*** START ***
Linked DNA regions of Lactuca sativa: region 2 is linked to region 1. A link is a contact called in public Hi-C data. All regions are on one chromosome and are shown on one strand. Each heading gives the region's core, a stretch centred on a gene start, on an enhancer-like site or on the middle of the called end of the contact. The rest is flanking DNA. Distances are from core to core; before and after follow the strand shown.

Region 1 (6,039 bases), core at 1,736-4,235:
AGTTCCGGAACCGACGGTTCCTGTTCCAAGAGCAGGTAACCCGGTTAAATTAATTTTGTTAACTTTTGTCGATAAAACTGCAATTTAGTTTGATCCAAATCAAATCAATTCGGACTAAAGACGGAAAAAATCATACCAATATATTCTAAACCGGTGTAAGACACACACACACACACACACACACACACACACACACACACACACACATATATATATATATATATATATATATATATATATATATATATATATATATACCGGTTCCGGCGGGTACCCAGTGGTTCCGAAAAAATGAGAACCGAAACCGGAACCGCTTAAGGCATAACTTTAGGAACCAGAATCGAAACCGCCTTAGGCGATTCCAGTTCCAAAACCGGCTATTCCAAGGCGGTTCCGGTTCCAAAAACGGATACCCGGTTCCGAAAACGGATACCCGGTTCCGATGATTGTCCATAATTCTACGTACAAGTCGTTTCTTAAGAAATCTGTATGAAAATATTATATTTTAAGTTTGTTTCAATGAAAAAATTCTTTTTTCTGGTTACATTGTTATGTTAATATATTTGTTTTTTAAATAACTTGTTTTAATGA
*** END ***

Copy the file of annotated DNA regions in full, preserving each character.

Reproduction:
Linked DNA regions of Lactuca sativa: region 2 is linked to region 1. A link is a contact called in public Hi-C data. All regions are on one chromosome and are shown on one strand. Each heading gives the region's core, a stretch centred on a gene start, on an enhancer-like site or on the middle of the called end of the contact. The rest is flanking DNA. Distances are from core to core; before and after follow the strand shown.

Region 1 (6,039 bases), core at 1,736-4,235:
AGTTCCGGAACCGACGGTTCCTGTTCCAAGAGCAGGTAACCCGGTTAAATTAATTTTGTTAACTTTTGTCGATAAAACTGCAATTTAGTTTGATCCAAATCAAATCAATTCGGACTAAAGACGGAAAAAATCATACCAATATATTCTAAACCGGTGTAAGACACACACACACACACACACACACACACACACACACACACACACACATATATATATATATATATATATATATATATATATATATATATATATATATACCGGTTCCGGCGGGTACCCAGTGGTTCCGAAAAAATGAGAACCGAAACCGGAACCGCTTAAGGCATAACTTTAGGAACCAGAATCGAAACCGCCTTAGGCGATTCCAGTTCCAAAACCGGCTATTCCAAGGCGGTTCCGGTTCCAAAAACGGATACCCGGTTCCGAAAACGGATACCCGGTTCCGATGATTGTCCATAATTCTACGTACAAGTCGTTTCTTAAGAAATCTGTATGAAAATATTATATTTTAAGTTTGTTTCAATGAAAAAATTCTTTTTTCTGGTTACATTGTTATGTTAATATATTTGTTTTTTAAATAACTTGTTTTAATGA